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Historic Preservation Commission

Kelley Archer, Chair
Robert Biggs
Katherine Gaudet
Diana Huot
Stephen Ryan

Andrew Bracy
Jack Cianchette
Ernest Lowell
Julia May

Alyssa Bouthot

Joseph Gunn, Ward 3

Emily Cole-Prescott - City Planner

If you are interested in joining the Historic Preservation Commission, please complete our boards and commissions registration.

Historic Preservation Agendas
To view the agendas for Historic Preservation Commission Meetings, please click here

Historic Preservation Minutes
To view the minutes from Historic Preservation Commission Meetings, please click here. To listen to the recorded meetings, please click here

Although early preservation interest and historic survey work began in the 1970s, the city's current historic preservation efforts date to 1990. At that time, a significant Main Street house was demolished, spurring Mayor Mark Johnston to challenge the Historic Preservation Commission and the City Council to pass amendments to a previously adopted historic preservation ordinance. 

As a result, a citizens' Commission reviews exterior renovations on 175 properties on Main, North, Elm, Cross and Vernon streets, and 25 additional Beach Street properties added to the district in 1995. Some 26 properties on Middle and School Streets were added in September 1997. The Historic Preservation Commission takes pride in providing an expeditious review of building alterations and in cooperating with district property owners.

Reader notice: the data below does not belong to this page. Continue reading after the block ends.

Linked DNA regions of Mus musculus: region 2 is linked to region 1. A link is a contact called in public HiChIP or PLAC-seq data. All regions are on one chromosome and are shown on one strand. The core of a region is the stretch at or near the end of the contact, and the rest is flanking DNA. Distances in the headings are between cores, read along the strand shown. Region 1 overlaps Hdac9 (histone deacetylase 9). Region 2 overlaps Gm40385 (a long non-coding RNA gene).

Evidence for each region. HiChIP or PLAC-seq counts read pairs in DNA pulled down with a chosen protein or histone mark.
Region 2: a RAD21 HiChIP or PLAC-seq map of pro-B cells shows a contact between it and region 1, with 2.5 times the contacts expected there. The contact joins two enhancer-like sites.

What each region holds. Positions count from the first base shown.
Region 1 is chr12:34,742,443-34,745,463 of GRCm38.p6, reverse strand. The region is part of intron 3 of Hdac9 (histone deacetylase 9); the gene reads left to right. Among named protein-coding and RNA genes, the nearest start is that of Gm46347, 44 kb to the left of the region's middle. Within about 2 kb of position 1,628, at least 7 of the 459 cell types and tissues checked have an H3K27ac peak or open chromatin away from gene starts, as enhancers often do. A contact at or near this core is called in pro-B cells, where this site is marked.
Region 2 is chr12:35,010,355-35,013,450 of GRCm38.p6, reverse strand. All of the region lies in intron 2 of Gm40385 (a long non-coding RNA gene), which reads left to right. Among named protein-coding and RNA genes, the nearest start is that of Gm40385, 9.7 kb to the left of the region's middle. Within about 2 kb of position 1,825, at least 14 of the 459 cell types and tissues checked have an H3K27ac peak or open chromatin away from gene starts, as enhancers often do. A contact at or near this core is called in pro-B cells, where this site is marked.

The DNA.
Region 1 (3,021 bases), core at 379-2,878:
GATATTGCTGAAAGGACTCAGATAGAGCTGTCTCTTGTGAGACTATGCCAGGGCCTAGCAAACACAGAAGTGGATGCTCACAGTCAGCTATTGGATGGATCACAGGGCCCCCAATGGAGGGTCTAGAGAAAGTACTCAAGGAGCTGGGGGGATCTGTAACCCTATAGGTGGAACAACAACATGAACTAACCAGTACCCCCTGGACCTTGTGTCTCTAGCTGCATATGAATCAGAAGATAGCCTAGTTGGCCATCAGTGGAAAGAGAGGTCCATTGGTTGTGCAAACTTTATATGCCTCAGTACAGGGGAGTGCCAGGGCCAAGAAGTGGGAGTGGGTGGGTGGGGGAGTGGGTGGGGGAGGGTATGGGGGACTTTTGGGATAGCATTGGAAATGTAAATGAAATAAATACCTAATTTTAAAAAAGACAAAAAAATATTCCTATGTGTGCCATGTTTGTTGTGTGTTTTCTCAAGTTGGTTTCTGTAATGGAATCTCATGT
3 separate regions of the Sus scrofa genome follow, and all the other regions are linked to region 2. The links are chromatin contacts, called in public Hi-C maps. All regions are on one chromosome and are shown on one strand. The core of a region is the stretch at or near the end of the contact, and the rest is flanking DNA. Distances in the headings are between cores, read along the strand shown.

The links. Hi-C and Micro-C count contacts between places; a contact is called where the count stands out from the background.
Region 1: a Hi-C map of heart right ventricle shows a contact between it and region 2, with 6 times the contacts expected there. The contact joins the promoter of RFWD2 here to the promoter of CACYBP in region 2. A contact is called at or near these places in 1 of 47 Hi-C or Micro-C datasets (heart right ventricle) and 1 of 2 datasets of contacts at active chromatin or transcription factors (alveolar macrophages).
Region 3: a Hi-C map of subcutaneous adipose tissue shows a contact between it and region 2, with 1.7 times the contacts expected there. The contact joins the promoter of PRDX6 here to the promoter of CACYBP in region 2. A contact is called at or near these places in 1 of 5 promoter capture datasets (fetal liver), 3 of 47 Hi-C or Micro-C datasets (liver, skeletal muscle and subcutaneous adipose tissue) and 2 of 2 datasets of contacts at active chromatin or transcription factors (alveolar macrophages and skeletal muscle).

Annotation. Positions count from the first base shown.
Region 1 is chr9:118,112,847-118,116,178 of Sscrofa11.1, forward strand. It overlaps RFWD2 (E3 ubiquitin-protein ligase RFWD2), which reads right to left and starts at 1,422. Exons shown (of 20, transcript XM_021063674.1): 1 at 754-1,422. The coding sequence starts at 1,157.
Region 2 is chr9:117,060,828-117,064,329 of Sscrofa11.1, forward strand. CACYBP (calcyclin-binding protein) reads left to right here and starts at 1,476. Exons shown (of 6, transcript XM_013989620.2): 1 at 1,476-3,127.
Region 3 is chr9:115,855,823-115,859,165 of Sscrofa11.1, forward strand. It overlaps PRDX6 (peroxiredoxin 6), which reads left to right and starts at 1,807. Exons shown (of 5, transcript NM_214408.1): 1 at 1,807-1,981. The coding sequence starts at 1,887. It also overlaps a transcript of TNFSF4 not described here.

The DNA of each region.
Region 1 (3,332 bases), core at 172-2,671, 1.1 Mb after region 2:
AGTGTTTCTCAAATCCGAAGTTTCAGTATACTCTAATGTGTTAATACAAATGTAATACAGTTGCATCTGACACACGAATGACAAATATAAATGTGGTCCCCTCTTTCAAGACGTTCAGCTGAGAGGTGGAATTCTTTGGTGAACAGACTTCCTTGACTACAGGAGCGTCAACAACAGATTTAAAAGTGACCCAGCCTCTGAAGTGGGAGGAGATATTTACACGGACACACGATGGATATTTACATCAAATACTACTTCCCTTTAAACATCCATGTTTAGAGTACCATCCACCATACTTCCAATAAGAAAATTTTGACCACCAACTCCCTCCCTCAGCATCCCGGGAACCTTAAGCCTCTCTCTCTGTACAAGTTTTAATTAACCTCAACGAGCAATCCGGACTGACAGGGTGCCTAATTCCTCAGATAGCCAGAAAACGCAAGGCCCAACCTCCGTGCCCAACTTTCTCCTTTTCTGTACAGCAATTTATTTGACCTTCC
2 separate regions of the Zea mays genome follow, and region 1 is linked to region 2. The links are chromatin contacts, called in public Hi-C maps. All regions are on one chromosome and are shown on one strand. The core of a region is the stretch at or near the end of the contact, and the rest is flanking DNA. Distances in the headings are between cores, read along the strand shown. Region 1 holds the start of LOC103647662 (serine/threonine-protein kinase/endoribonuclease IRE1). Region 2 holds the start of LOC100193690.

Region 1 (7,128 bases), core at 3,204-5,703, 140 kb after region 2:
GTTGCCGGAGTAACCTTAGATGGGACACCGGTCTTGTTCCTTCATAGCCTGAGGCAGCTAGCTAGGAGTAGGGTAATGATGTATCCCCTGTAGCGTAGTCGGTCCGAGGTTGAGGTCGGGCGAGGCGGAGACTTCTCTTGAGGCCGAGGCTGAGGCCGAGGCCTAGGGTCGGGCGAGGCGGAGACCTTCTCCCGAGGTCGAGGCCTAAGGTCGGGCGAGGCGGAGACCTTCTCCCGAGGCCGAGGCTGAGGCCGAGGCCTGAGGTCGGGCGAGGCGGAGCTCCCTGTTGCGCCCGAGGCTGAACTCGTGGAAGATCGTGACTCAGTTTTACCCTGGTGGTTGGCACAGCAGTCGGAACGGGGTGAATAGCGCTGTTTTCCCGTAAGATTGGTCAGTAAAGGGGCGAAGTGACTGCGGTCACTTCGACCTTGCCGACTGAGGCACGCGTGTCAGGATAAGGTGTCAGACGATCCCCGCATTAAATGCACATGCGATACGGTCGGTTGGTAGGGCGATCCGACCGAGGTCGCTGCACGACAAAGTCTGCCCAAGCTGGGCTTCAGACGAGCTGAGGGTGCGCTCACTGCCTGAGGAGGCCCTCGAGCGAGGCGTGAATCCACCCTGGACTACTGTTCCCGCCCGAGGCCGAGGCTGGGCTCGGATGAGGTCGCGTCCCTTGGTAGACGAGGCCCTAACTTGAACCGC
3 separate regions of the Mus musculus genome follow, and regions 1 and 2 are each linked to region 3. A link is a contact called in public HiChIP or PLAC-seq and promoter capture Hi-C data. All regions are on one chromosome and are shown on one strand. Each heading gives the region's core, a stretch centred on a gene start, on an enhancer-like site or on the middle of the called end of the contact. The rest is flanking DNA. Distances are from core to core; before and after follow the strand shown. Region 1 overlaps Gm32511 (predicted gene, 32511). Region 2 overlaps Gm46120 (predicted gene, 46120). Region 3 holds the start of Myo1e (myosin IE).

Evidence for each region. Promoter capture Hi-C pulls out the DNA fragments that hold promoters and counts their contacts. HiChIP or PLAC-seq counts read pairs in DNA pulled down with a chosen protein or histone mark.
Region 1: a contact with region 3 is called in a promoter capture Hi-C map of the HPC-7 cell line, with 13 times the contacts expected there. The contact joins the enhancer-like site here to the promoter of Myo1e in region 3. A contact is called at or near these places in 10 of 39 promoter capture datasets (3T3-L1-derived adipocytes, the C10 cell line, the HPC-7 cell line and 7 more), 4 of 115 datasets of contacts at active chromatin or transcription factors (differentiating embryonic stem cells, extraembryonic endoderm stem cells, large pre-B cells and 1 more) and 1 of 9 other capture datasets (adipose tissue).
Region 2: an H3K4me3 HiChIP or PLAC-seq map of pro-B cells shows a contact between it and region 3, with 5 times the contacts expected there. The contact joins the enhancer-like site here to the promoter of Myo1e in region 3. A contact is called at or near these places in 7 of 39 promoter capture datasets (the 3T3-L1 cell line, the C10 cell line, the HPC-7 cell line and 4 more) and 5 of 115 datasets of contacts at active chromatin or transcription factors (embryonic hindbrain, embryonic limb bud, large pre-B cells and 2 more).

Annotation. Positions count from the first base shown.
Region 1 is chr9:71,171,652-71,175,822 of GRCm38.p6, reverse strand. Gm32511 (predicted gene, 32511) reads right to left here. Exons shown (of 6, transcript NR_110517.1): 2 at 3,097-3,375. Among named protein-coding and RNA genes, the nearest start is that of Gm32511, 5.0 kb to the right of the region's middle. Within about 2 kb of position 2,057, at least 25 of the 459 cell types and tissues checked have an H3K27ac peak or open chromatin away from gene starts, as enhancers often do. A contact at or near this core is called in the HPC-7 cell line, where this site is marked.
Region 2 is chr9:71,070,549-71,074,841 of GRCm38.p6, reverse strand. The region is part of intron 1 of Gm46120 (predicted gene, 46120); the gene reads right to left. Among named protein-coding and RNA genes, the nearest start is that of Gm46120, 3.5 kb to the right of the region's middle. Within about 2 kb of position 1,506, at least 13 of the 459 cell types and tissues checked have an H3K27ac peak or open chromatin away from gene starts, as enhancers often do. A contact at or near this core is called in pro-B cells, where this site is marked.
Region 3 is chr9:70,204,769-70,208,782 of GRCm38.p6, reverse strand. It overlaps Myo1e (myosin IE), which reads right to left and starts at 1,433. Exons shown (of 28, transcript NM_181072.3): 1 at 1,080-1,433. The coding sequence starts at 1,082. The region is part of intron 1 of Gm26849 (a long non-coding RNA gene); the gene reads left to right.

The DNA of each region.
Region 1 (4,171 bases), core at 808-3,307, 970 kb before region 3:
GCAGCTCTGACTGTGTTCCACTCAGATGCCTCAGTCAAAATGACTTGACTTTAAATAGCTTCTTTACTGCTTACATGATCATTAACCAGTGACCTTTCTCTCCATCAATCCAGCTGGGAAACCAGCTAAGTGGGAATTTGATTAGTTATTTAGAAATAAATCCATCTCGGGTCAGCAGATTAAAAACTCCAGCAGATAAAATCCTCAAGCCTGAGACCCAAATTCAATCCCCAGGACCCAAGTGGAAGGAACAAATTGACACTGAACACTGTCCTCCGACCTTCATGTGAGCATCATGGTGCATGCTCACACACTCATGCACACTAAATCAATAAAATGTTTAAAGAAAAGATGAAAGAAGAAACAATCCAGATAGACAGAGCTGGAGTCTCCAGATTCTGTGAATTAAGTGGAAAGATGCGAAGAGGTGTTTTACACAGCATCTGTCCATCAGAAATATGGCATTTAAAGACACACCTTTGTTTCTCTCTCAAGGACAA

The state and federal governments recognized these efforts in 1991 by awarding Certified Local Government status. This has resulted in funding of City Hall architectural planning, a lecture series, historic survey work, and preparation of this walking tour brochure. For information about historic district regulations contact the city planning department, 282-3487.

The city's historic preservation efforts have been complemented by private efforts, such as the following historic house accommodations:

  • Hobson House A Celtic Inn, 398 Main Street, Maureen Flynn and Frank Zayac, proprietors, 284-4113. One of Saco's finest Federal Period mansions, the Hobson House was built circa 1828 for Rev. Jonathan Coggswell and has been home to two Saco mayors, including Joseph Hobson, for whom the Inn is named.
  • Bowers Mansion Inn, 408 Main Street, Cherie and James Pace, proprietors, 284-1734. The Bowers Mansion, named for mayor Roscoe Bowers, is one of the few Stick style residences in Saco. Built for lumber baron Joseph Hobson circa 1885, the mansion is distinguished for its decorative woodwork.
  • Crown 'N' Anchor, 121 North Street, John Barclay and Martha Forrester, proprietors, 282- 3829. Built for George Thatcher, Jr. in 1828, the Crown 'N' Anchor is one of the earliest Greek Revival houses in the state and is listed on the National Register of Historic Places. It has been home to Stephen L. Goodale, Maine's first Secretary of Agriculture, and George L. Goodale, founder of the glass flower collection at Harvard.

Certificate of Appropriateness 
The Saco Historic Preservation Commission's Application for Certificate of Appropriateness is available for you to print. 


Emily Cole-Prescott
Saco City Planner
300 Main Street
Saco, Maine 04072